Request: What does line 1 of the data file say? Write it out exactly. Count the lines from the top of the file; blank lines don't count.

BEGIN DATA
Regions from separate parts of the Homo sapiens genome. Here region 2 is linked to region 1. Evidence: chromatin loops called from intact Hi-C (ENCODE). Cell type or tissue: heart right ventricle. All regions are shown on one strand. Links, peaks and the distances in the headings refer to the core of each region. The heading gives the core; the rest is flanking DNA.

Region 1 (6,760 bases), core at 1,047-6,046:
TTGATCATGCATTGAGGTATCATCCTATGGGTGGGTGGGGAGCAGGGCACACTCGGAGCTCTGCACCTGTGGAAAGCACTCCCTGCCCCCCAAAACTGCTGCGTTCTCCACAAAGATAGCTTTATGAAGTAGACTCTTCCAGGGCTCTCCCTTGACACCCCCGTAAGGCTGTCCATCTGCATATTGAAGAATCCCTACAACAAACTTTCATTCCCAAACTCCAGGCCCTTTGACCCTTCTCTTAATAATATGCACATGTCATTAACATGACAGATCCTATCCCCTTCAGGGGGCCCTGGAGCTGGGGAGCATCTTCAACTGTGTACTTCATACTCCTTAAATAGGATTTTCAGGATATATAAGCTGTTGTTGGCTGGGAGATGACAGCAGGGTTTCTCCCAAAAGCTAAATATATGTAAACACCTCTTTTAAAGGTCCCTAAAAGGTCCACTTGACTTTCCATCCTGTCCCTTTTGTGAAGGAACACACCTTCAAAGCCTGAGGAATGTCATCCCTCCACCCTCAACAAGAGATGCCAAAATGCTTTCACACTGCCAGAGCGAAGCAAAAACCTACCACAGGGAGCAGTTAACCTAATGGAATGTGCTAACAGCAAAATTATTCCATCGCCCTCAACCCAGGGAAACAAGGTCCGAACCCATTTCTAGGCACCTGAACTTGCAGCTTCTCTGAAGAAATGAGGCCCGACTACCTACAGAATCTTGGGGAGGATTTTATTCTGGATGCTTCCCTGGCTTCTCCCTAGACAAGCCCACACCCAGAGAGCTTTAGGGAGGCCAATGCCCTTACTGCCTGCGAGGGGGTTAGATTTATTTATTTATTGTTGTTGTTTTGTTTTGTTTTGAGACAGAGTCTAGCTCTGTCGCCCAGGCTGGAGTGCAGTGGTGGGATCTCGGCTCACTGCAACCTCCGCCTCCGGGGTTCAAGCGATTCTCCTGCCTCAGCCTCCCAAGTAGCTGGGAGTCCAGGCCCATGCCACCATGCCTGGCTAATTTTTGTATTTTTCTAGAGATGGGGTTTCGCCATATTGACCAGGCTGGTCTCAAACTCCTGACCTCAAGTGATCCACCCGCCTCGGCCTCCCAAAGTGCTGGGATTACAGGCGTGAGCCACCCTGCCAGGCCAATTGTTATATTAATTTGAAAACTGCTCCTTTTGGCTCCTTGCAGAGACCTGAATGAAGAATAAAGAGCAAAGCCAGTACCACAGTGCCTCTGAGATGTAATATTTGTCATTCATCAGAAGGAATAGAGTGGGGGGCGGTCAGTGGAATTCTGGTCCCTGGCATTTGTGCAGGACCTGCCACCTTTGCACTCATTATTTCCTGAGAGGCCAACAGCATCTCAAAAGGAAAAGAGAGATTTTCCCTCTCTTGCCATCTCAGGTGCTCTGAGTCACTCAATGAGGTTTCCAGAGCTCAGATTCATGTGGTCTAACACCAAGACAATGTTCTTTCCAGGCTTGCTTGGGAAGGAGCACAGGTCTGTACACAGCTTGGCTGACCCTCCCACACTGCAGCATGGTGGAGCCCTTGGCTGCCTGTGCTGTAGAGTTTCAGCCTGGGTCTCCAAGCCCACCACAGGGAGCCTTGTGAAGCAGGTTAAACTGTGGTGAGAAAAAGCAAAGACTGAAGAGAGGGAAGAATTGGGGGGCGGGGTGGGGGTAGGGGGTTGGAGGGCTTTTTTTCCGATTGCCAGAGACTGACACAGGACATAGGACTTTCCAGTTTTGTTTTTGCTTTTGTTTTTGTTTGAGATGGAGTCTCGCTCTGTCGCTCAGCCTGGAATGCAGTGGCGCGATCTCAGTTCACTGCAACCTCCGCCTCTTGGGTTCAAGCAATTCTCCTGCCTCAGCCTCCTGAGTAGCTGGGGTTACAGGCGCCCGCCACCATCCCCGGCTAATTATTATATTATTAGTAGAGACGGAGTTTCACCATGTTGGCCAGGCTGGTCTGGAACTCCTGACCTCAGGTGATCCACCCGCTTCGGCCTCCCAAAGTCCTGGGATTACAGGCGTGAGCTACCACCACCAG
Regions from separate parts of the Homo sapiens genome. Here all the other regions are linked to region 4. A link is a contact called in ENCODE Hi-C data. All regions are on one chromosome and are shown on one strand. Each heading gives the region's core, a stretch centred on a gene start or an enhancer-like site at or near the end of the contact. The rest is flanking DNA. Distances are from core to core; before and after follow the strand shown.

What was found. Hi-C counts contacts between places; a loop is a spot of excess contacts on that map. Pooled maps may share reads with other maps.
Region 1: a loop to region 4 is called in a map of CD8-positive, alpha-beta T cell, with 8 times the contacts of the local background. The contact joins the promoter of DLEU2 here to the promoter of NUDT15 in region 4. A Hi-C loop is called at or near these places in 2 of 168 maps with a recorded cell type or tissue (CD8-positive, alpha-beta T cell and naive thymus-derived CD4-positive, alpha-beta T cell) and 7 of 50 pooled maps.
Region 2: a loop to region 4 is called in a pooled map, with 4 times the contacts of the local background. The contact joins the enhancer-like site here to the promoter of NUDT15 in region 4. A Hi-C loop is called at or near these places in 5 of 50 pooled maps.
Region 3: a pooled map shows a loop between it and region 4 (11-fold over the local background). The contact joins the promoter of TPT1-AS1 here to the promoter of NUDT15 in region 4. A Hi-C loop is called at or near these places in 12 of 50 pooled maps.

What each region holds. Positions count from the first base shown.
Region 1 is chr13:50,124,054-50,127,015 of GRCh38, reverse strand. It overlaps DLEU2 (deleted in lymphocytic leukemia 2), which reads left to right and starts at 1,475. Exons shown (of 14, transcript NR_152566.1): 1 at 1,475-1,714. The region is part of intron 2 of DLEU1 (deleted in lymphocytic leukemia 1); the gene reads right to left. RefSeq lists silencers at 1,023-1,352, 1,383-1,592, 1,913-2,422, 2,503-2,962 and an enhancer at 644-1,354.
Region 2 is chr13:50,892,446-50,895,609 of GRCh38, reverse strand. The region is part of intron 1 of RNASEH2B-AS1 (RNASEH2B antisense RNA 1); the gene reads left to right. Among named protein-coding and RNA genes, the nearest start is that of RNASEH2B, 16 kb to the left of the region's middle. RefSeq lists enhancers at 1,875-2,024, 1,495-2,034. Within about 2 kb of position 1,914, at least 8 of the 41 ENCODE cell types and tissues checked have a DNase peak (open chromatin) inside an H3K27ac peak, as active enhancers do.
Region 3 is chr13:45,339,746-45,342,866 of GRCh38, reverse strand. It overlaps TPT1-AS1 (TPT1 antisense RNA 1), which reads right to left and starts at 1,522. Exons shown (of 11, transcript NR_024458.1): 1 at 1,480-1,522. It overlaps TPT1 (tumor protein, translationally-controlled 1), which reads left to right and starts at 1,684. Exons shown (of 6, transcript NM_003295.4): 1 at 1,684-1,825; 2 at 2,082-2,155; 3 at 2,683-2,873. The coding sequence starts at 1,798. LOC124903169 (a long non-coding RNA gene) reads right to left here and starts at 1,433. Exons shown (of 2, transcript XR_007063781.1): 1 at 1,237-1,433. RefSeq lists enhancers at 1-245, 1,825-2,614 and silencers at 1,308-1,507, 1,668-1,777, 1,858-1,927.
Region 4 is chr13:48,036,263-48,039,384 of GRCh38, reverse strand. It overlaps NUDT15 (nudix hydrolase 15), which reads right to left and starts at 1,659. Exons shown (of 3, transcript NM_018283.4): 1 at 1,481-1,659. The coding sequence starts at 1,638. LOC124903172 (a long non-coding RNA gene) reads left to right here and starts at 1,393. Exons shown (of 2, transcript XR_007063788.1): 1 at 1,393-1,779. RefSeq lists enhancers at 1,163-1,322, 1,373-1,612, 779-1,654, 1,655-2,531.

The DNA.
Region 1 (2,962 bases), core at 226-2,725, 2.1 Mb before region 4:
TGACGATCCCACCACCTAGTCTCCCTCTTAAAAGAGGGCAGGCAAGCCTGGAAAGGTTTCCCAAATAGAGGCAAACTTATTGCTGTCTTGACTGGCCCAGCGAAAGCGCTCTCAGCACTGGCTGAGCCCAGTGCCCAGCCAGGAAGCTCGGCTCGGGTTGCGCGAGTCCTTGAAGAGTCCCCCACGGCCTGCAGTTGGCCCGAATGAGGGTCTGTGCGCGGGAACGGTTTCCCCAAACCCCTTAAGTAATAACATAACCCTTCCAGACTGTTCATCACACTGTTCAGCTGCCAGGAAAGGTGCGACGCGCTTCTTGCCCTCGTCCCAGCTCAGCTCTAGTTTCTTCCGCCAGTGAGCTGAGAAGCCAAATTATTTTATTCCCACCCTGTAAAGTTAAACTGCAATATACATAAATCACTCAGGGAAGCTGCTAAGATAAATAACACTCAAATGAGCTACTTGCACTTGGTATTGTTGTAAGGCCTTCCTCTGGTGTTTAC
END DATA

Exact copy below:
Regions from separate parts of the Homo sapiens genome. Here region 2 is linked to region 1. Evidence: chromatin loops called from intact Hi-C (ENCODE). Cell type or tissue: heart right ventricle. All regions are shown on one strand. Links, peaks and the distances in the headings refer to the core of each region. The heading gives the core; the rest is flanking DNA.